From the CCS® Sales Blog

August 2015

Viewing posts from August , 2015

Sales Tips: 5 Prerequisites for Focused Call Debriefing

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<a href=”http://blog.customercentric.com/blog/sales-tips-5-prerequisites-for-focused-call-debriefing” title=”” class=”hs-featured-image-link”> <img src=”http://blog.customercentric.com/hubfs/manager-rep.jpg?t=1489093932032″ alt=”Sales Tips: 5 Prerequisites for Focused Call Debriefing” class=”hs-featured-image” style=”width:auto !important; max-width:50%; float:left; margin:0 15px 15px 0;”> </a>
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<h1>Sales Tips: 5 Prerequisites for Focused Call Debriefing</h1>
<p><span style=”font-family: georgia, palatino; font-size: 14px; color: #152d53;”>By John Holland, Chief Content Officer, CustomerCentric Selling® – <a href=”http://www.customercentric.com” style=”color: #152d53;”>The Sales Training Company</a></span></p>
<img src=”http://track.hubspot.com/__ptq.gif?a=22968&amp;k=14&amp;r=http%3A%2F%2Fblog.customercentric.com%2Fblog%2Fsales-tips-5-prerequisites-for-focused-call-debriefing&amp;bu=http%253A%252F%252Fblog.customercentric.com%252Fblog&amp;bvt=rss” alt=”” width=”1″ height=”1″ style=”min-height:1px!important;width:1px!important;border-width:0!important;margin-top:0!important;margin-bottom:0!important;margin-right:0!important;margin-left:0!important;padding-top:0!important;padding-bottom:0!important;padding-right:0!important;padding-left:0!important; “>

Sales Tips: Realizing the World Isn’t Flat

By John Holland, Chief Content Officer, CustomerCentric Selling®The Sales Training Company

Image courtesy of Suphakit73 at FreeDigitalPhotos.net

holding-worldSomething within our DNA makes most of us resistant to change. I believe the term “becoming a dinosaur” is unfair because dinosaurs did nothing to cause their demise. Many companies choose to avoid changing. The larger they become the harder changes are to implement. In staying with the status quo a few different attitudes are taken:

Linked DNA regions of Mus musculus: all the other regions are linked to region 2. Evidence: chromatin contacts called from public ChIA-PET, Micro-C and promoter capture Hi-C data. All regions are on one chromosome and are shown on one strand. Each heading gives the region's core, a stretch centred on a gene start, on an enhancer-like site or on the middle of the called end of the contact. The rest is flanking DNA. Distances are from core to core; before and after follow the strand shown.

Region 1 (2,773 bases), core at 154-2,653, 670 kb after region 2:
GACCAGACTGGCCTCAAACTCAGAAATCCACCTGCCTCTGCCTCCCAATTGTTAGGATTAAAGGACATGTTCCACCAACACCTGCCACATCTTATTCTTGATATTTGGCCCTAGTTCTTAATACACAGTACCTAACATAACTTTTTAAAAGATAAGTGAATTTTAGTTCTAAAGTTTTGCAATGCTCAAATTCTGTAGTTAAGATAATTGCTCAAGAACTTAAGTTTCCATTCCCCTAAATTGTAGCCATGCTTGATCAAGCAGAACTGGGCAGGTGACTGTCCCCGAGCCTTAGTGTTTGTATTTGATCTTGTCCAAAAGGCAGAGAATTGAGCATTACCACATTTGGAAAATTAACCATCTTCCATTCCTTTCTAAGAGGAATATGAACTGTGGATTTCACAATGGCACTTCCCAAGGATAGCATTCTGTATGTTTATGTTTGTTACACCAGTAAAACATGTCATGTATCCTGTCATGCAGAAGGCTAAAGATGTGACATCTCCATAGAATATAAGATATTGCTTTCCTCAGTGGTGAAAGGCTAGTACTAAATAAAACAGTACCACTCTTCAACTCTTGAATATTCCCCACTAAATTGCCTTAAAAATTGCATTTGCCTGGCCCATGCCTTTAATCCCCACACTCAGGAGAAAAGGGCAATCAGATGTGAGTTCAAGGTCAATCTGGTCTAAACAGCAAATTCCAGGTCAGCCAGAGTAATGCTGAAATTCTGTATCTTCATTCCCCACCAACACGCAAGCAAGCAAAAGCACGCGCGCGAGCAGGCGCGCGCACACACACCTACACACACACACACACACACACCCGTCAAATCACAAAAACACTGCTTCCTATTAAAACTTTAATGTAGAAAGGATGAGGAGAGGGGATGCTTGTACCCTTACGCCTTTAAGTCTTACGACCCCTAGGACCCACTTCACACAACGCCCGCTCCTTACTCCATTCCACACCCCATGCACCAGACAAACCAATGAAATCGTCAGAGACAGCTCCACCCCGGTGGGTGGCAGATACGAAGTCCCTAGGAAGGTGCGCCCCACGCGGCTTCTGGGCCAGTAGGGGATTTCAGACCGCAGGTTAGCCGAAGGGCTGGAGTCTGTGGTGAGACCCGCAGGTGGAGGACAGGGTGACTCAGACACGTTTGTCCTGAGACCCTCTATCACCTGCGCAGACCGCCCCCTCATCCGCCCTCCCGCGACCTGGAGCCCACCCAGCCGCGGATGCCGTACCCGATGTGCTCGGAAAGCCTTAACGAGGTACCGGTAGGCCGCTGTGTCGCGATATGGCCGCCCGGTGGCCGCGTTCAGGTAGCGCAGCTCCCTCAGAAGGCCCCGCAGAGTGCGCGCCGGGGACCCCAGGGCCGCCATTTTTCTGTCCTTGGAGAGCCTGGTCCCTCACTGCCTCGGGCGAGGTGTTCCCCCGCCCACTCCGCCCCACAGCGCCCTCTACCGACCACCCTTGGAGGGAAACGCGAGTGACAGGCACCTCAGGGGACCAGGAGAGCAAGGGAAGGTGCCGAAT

• Denial is an approach analogous to an ostrich putting its head in the sand when facing dangerous or unpleasant situations.
  • Rationalization can find reasons why change isn’t necessary. Part of this is the lemming syndrome meaning other aren’t changing, so it doesn’t appear to be anything we should be concerned about. Similar to politicians smugly saying that Social Security will be solvent until 20xx, so why change it now
  • Just keep going. Everyone else is over-reacting so we’ll just stay the course.

The fear of change is most powerful when uncertainty looms. Fear becomes paralyzing when companies don’t know how to react to or resolve issues or circumstances they face. I think this is the primary reason companies have stonewalled the changes in buying behavior over the last 15 years. Even before these changes, few organizations had a good handle on how top-line revenues would be achieved. They have and continue to stick to old ways that even in the 90’s were decades old. How often is the adage: If it’s not broken why try to fix it? invoked when things were/are in fact broken? 

Several major shifts have occurred since Y2K. I challenge organizations to check the areas below where they feel proud about how they responded with changes to their sales approaches, techniques, or processes to align/address the following changes: 

o   Sellers are involved later in buying cycles than ever before.

o   Buyers don’t want sellers’ help when determining requirements. They fear being manipulated as they have been in the past.

o   Product cycles are shrinking to a point where long-term sustainable competitive advantages are fleeting or non-existent.

o   Line of business executives are making decisions with minimal/no IT involvement.

o   The number of people in buying committees is steadily increasing.

o   Buyers want to buy rather than be sold.

o   Marketing now owns most of the top of the funnel for lead generation.

o   Lower level buyers prefer DIY education about offerings and executives won’t sit still for product presentations and yet the same (or more) product training as ever is being done.

o   Self-appointed committees without executive sponsorship waste their own and sellers’ time because value is seldom established.

o   For large opportunities inbound website activities provide poor entry points.

o   Sales Enablement should help sellers make better calls.

I’m embarrassed about the tepid lip service most vendors have paid to the changing landscape. Those that stick to their old ways, unlike dinosaurs, will be accountable for their demise.

Sales Tips: “WHY Do I Need Sales Training?”

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<a href=”http://blog.customercentric.com/blog/sales-tips-why-sales-training-is-important” title=”” class=”hs-featured-image-link”> <img src=”http://blog.customercentric.com/hubfs/gary-racecar.jpg?t=1489093932032″ alt=”Sales Tips: &quot;WHY Do I Need Sales Training?&quot;” class=”hs-featured-image” style=”width:auto !important; max-width:50%; float:left; margin:0 15px 15px 0;”> </a>